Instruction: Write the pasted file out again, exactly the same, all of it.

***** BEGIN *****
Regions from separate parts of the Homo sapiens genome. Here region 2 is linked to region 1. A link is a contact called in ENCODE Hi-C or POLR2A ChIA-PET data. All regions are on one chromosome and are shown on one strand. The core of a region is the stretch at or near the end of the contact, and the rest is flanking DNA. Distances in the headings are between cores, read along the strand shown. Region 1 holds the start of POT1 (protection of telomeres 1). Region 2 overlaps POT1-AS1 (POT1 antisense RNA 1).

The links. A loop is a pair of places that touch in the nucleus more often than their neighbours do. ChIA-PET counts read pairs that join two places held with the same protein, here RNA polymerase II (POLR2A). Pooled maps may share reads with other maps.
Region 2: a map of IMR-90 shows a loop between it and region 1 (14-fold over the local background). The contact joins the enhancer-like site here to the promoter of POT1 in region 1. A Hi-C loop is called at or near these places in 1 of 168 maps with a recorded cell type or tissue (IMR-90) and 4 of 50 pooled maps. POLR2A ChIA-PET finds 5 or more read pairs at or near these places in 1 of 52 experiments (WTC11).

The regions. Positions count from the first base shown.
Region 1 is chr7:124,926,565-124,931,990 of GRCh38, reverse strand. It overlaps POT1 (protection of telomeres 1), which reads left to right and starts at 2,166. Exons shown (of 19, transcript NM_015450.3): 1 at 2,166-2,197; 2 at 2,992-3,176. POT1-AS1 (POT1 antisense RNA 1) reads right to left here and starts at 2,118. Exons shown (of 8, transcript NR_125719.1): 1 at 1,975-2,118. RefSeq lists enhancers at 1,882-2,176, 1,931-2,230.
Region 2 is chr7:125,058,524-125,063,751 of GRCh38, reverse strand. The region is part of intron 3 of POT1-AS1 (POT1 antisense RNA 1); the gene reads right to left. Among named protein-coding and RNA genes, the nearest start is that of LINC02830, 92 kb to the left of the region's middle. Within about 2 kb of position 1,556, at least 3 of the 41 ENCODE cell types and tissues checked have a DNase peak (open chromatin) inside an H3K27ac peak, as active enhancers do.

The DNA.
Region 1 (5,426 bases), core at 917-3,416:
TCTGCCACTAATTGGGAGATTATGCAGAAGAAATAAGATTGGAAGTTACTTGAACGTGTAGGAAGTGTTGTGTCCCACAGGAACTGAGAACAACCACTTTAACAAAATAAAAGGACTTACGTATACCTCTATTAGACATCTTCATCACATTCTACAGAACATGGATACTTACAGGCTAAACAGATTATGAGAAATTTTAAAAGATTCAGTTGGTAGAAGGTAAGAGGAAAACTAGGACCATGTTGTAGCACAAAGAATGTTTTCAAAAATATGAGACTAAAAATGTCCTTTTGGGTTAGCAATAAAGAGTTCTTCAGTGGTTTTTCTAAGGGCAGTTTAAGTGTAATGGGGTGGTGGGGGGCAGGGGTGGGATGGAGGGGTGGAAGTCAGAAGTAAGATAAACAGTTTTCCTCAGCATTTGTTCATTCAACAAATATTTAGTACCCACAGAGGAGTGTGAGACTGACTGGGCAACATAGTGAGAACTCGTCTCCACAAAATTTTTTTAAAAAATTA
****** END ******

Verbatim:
Regions from separate parts of the Homo sapiens genome. Here region 2 is linked to region 1. A link is a contact called in ENCODE Hi-C or POLR2A ChIA-PET data. All regions are on one chromosome and are shown on one strand. The core of a region is the stretch at or near the end of the contact, and the rest is flanking DNA. Distances in the headings are between cores, read along the strand shown. Region 1 holds the start of POT1 (protection of telomeres 1). Region 2 overlaps POT1-AS1 (POT1 antisense RNA 1).

The links. A loop is a pair of places that touch in the nucleus more often than their neighbours do. ChIA-PET counts read pairs that join two places held with the same protein, here RNA polymerase II (POLR2A). Pooled maps may share reads with other maps.
Region 2: a map of IMR-90 shows a loop between it and region 1 (14-fold over the local background). The contact joins the enhancer-like site here to the promoter of POT1 in region 1. A Hi-C loop is called at or near these places in 1 of 168 maps with a recorded cell type or tissue (IMR-90) and 4 of 50 pooled maps. POLR2A ChIA-PET finds 5 or more read pairs at or near these places in 1 of 52 experiments (WTC11).

The regions. Positions count from the first base shown.
Region 1 is chr7:124,926,565-124,931,990 of GRCh38, reverse strand. It overlaps POT1 (protection of telomeres 1), which reads left to right and starts at 2,166. Exons shown (of 19, transcript NM_015450.3): 1 at 2,166-2,197; 2 at 2,992-3,176. POT1-AS1 (POT1 antisense RNA 1) reads right to left here and starts at 2,118. Exons shown (of 8, transcript NR_125719.1): 1 at 1,975-2,118. RefSeq lists enhancers at 1,882-2,176, 1,931-2,230.
Region 2 is chr7:125,058,524-125,063,751 of GRCh38, reverse strand. The region is part of intron 3 of POT1-AS1 (POT1 antisense RNA 1); the gene reads right to left. Among named protein-coding and RNA genes, the nearest start is that of LINC02830, 92 kb to the left of the region's middle. Within about 2 kb of position 1,556, at least 3 of the 41 ENCODE cell types and tissues checked have a DNase peak (open chromatin) inside an H3K27ac peak, as active enhancers do.

The DNA.
Region 1 (5,426 bases), core at 917-3,416:
TCTGCCACTAATTGGGAGATTATGCAGAAGAAATAAGATTGGAAGTTACTTGAACGTGTAGGAAGTGTTGTGTCCCACAGGAACTGAGAACAACCACTTTAACAAAATAAAAGGACTTACGTATACCTCTATTAGACATCTTCATCACATTCTACAGAACATGGATACTTACAGGCTAAACAGATTATGAGAAATTTTAAAAGATTCAGTTGGTAGAAGGTAAGAGGAAAACTAGGACCATGTTGTAGCACAAAGAATGTTTTCAAAAATATGAGACTAAAAATGTCCTTTTGGGTTAGCAATAAAGAGTTCTTCAGTGGTTTTTCTAAGGGCAGTTTAAGTGTAATGGGGTGGTGGGGGGCAGGGGTGGGATGGAGGGGTGGAAGTCAGAAGTAAGATAAACAGTTTTCCTCAGCATTTGTTCATTCAACAAATATTTAGTACCCACAGAGGAGTGTGAGACTGACTGGGCAACATAGTGAGAACTCGTCTCCACAAAATTTTTTTAAAAAATTA